Danville was the “most boring” place in Virginia while Charlottesville was the least boring of the 46 communities ranked. Movato ranked the communities cities by population, population of those aged 18 to 34, number of nightlife spots and music venues, and the number of fast food vs. independently-owned restaurants.
Schools were placed into a lockdown mode this morning while Stafford sheiff’s deputies searched for a suspicious man.
Deputies received a report of a man with a backpack, and a possible weapon, walking in the area of Porter Library on Parkway Boulevard in North Stafford.
Deputies searched the area but found no one matching that description.
Stafford County Public Schools posted this statement on their Facebook page:
At the request of the Stafford Sheriff’s Office, North Stafford High School, Thompson Middle School and Park Ridge Elementary went into partial lockdown this morning after a report of a suspicious person in our area. During this time, students continued to move within the buildings, but no one was allowed in or out of the buildings. At approximately 10:20 we were advised by the Stafford Sheriff’s Office to change the status to full lockdown. At this time, all activity ceased in the buildings as we awaited instructions from the deputies. We received word that we were to return to partial lockdown at 10:41 and then returned to normal operations at 11 a.m.
A parent who contacted Stafford Local said her child was kept in a classroom with doors locked and lights turned off during the lockdown.
Stafford sheriff’s authorities said they did not find anyone in the area.
A contractor laying fiber optic cable in struck a gas line this morning.
Stafford fire and rescue crews were called to the area of Eustace Road and Legal Court just before 10 a.m. A boring device stuck the line, which is believed to have been at least two inches in diameter, sending the smell of natural gas through a residential neighborhood.
“We arrived on scene, monitored the area, established a hot zone, and then we determined that there was no risked to any of the homeowners in the area,” said Stafford Assistant Chief Mark Doyle.
Stafford sheriff’s deputies blocked streets and neighbors were told to stay inside their homes. The gas company found the broken line and is now in the process of repairing it. The fix could take hours to repair, but streets should be reopened to drivers before noon, according to Doyle.
Fire crews also checked area storm drains for the residual smell of natural gas following the rupture.
A gas line was struck this morning in the area of Eustace Road and Legal Court in North Stafford.
The leak sprang about 9:50 a.m. Stafford fire and rescue crews were called to the scene.
There’s no word on what caused the leak or if anyone was injured.
We’ll bring you more on this story as we have it.
Whiskey, haggis, crafts and children’s games will all be on center stage this weekend at Hylton Performing Arts Center in Manassas.
The arts center will hold its “Hylton in the Highlands: A Festival of Scotland” from 10 a.m. to 6 p.m. Saturday, Jan. 24.
From dancing, bagpipes to tea, the festival is billed as offering something for everyone who loves all things Scottish.
“We are so excited to bring out our second edition of ‘Hylton in the Highlands: A Festival of Scotland,’” stated Rick Davis, executive director of the Hylton Center in a press release. “There’s something about the people and traditions of Scotland that makes them fun and accessible for everyone – whether it’s their music, food, ingenuity, bravery, arts and crafts or just general good spirits. Come one, come all.”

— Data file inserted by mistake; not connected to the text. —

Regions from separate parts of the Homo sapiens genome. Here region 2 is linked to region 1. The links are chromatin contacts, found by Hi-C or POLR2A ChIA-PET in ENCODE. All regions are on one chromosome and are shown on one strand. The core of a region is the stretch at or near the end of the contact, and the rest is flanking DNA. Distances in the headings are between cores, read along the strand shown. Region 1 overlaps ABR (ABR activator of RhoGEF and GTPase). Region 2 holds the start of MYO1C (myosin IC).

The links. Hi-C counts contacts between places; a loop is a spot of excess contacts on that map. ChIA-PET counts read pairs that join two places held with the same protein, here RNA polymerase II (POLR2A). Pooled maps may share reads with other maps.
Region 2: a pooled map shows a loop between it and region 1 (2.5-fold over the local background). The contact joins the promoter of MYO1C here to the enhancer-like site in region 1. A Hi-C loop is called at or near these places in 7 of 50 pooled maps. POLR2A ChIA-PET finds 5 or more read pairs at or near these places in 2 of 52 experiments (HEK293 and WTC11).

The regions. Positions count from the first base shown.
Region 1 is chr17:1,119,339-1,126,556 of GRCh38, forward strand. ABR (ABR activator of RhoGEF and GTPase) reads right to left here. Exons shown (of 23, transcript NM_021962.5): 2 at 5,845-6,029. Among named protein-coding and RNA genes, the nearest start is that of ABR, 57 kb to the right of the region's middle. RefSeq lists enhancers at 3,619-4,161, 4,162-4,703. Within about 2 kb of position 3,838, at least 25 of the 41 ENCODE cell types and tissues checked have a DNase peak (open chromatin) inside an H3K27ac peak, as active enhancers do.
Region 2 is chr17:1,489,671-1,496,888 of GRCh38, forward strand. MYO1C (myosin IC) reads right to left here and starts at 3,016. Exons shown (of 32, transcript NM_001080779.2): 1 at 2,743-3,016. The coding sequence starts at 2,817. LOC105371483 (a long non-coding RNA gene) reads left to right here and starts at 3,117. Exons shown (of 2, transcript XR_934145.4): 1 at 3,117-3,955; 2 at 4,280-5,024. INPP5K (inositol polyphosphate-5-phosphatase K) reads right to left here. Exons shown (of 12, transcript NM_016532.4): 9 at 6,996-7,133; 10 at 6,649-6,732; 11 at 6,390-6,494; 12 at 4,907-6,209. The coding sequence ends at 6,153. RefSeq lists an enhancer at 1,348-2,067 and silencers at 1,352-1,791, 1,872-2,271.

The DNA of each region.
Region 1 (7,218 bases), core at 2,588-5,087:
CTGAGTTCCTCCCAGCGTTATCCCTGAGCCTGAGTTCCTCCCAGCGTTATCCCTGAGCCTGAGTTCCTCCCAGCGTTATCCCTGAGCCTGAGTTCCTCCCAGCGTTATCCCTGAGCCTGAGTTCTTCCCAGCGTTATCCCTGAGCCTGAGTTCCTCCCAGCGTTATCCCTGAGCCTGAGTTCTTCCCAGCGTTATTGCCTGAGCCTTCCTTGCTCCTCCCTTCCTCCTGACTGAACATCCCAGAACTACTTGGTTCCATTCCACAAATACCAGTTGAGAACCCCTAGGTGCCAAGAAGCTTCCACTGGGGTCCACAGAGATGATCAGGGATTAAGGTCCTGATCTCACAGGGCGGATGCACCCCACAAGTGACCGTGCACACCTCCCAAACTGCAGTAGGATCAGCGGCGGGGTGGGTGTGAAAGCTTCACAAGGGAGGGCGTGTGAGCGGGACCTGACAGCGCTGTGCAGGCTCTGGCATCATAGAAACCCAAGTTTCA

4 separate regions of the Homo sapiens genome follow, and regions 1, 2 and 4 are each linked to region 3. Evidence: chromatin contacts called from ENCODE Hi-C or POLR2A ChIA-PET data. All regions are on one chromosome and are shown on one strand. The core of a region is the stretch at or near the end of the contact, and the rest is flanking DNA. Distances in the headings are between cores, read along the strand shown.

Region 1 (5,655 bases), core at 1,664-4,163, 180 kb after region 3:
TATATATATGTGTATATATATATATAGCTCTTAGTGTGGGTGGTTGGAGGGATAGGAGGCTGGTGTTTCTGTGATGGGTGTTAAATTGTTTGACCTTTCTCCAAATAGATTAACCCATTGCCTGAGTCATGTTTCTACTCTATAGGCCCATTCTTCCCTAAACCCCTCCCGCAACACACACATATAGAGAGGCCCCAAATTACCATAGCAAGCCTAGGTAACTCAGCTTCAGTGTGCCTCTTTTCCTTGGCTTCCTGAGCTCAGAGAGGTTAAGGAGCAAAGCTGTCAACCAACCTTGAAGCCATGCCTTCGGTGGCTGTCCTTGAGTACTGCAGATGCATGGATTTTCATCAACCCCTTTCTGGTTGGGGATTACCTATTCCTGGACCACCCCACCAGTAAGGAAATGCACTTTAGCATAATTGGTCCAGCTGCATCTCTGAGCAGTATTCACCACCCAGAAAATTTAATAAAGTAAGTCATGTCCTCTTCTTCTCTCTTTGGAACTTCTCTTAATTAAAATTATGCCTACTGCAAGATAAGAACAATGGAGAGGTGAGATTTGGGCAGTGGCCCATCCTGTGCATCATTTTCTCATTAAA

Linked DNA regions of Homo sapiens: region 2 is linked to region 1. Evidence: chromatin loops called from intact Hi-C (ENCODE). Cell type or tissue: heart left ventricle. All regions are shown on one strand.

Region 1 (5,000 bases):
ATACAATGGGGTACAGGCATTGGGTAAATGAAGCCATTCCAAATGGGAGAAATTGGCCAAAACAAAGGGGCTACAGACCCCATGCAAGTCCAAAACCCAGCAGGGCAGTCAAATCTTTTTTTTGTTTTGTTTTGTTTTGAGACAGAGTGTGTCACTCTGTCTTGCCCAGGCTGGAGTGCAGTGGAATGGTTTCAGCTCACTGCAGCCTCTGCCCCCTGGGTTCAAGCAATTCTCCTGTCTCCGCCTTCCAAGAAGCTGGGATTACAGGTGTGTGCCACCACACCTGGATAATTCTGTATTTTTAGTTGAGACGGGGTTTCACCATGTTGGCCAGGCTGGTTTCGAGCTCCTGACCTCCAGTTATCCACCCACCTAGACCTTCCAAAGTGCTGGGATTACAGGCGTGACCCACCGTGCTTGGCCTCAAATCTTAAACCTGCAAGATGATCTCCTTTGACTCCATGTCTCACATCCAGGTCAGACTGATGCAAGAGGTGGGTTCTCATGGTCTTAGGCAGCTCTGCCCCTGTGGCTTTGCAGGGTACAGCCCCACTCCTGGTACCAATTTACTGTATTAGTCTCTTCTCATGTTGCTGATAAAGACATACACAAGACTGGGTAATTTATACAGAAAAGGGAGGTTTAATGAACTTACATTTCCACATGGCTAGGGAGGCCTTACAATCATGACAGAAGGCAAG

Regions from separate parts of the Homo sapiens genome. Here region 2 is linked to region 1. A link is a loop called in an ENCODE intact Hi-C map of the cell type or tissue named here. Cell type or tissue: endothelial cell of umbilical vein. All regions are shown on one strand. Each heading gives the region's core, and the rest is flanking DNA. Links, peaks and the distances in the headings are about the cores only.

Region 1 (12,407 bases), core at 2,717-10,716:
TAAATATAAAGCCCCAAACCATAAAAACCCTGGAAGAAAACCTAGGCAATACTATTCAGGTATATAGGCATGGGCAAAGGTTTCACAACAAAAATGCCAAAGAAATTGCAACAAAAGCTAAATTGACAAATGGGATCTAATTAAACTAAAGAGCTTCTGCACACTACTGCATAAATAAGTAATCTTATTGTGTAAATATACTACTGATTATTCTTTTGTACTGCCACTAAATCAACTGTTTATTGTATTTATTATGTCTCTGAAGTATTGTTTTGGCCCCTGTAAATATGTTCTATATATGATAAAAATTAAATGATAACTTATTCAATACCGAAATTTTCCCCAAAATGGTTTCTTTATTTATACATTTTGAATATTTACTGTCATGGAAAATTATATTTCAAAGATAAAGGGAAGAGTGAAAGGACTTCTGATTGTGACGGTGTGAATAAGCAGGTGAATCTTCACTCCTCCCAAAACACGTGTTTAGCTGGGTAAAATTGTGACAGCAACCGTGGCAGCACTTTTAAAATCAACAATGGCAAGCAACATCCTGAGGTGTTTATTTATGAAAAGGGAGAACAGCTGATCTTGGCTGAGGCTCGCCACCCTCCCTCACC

Here’s a listing of the day’s events:
- Alan Reid and Rob van Sante, of Battlefield Band, perform a lively concert of modern and traditional Scottish folk music, original compositions and Battlefield Band favorites.
- The dynamic trio of Elke Baker, Ken Kolodner and Brad Kolodner explore the evolving traditions of Celtic music and its influence on the old-time music of Appalachia
- Children’s Passport to Scotland featuring Highland games and crafts, in cooperation with Mid-Atlantic Scots 4 Tots
- Scottish country dancing demonstrations and open social dancing, presented by the Royal Scottish Country Dance Society
- A fiddle workshop with U.S. National Scottish Fiddle Champion Elke Baker
- A “bring-your-own-fiddle” jam session with Elke Baker, Ken Kolodner and Brad Kolodner
Scottish history and culture presentations:
- Lectures on Scotland’s “National Dish,” haggis, and on American naval hero and native Scotsman John Paul Jones
- Bagpipe demonstrations with master piper and teacher Paula Glendinning
Exhibits highlighting authentic crafts and goods for sale:
- Jewelry, pottery, traditional apparel and much more, with exhibits by R.E. Piland Goldsmiths, Sheep’s Clothing, Sonny Fletcher Pottery.
A Taste of Scotland (additional fees apply):
A Scotch whisky master class with native Scot and internationally renowned whisky connoisseur Dougie Wylie, “The Scotch Whisky Man,” with Scotch whisky provided by one of Scotland’s oldest family-owned and operated distilleries, William Grant and Sons
A full afternoon tea with homemade scones, clotted cream and jam, tea sandwiches, custom blended teas, sweets and more, presented by The Things I Love of Old Town Manassas
The Burns Night Supper, a celebration of Scotland’s national bard, poet and lyricist Robert Burns, featuring Scottish music, poetry reading, a Scotch whisky tasting and the ceremonial presentation of Scotland’s “National Dish,” haggis
Tickets for the festival are $20 each for adults and $5 for children. Families may purchase four tickets for $40, good for admission for two adults and two children.